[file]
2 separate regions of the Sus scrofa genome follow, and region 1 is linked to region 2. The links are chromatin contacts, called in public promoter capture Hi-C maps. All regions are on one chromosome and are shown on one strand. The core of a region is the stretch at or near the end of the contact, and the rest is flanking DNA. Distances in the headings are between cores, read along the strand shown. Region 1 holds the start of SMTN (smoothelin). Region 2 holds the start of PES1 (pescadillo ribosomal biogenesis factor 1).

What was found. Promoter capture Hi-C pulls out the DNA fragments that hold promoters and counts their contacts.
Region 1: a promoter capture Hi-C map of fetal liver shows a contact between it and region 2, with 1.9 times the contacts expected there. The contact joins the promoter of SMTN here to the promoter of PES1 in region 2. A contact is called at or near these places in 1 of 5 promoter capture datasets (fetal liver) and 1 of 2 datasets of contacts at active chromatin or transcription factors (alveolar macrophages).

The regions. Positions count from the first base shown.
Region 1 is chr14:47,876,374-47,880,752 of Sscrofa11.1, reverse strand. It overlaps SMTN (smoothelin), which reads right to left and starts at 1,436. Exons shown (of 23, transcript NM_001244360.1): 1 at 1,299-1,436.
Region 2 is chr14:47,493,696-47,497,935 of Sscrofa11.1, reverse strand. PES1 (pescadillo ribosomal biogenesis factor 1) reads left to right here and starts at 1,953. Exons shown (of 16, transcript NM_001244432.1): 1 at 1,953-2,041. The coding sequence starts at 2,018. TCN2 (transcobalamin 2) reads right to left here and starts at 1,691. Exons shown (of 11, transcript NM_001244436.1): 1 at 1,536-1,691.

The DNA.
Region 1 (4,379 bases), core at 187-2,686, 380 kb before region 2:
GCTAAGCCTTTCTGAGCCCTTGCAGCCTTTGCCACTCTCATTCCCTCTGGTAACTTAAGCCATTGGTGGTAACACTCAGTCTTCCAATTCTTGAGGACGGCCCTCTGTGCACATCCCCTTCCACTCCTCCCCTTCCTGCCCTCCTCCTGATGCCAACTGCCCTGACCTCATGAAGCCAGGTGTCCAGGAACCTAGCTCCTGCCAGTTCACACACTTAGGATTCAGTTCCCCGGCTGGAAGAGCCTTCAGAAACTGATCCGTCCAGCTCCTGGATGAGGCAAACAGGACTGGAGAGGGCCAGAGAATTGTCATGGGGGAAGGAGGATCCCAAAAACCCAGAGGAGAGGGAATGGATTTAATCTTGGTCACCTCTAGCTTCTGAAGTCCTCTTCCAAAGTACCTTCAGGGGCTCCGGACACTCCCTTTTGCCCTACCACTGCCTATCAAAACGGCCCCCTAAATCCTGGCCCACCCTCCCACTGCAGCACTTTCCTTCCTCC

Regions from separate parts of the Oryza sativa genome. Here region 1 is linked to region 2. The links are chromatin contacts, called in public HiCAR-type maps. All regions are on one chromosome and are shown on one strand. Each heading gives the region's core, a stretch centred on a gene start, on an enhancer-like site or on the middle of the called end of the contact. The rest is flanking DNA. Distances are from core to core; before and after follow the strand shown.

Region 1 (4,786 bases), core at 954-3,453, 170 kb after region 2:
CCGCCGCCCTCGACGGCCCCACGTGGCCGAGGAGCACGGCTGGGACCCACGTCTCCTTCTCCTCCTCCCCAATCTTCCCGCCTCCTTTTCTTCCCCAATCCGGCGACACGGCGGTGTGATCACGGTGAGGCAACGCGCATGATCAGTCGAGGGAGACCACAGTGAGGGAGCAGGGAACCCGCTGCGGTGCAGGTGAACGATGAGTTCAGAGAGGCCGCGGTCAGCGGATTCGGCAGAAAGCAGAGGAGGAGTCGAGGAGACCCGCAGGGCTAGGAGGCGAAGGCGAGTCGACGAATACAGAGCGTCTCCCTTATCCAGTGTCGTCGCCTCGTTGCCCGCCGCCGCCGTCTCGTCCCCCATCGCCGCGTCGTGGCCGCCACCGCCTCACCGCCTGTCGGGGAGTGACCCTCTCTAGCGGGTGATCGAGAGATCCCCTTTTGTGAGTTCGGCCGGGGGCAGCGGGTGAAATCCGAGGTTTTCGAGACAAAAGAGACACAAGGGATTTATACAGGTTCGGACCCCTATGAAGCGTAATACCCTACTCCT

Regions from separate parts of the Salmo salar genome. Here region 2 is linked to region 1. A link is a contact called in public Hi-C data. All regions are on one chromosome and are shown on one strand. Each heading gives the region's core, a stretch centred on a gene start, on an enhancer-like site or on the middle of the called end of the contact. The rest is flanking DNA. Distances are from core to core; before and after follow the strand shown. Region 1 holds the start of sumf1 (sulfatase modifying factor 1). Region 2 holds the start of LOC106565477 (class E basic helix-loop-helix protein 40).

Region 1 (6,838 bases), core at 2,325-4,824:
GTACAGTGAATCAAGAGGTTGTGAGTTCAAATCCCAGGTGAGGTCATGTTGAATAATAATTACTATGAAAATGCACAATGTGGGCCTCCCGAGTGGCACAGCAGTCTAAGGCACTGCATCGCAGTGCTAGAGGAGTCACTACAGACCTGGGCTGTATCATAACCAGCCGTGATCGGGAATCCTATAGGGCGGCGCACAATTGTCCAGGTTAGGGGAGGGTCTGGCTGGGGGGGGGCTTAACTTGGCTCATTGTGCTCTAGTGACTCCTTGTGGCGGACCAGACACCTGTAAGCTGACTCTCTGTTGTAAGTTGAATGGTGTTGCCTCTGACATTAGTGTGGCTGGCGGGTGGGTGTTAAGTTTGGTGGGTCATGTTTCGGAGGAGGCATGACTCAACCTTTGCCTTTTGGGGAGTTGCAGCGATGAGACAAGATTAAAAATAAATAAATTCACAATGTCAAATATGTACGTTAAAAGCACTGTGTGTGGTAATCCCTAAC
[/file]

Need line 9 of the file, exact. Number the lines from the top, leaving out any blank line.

GCTAAGCCTTTCTGAGCCCTTGCAGCCTTTGCCACTCTCATTCCCTCTGGTAACTTAAGCCATTGGTGGTAACACTCAGTCTTCCAATTCTTGAGGACGGCCCTCTGTGCACATCCCCTTCCACTCCTCCCCTTCCTGCCCTCCTCCTGATGCCAACTGCCCTGACCTCATGAAGCCAGGTGTCCAGGAACCTAGCTCCTGCCAGTTCACACACTTAGGATTCAGTTCCCCGGCTGGAAGAGCCTTCAGAAACTGATCCGTCCAGCTCCTGGATGAGGCAAACAGGACTGGAGAGGGCCAGAGAATTGTCATGGGGGAAGGAGGATCCCAAAAACCCAGAGGAGAGGGAATGGATTTAATCTTGGTCACCTCTAGCTTCTGAAGTCCTCTTCCAAAGTACCTTCAGGGGCTCCGGACACTCCCTTTTGCCCTACCACTGCCTATCAAAACGGCCCCCTAAATCCTGGCCCACCCTCCCACTGCAGCACTTTCCTTCCTCC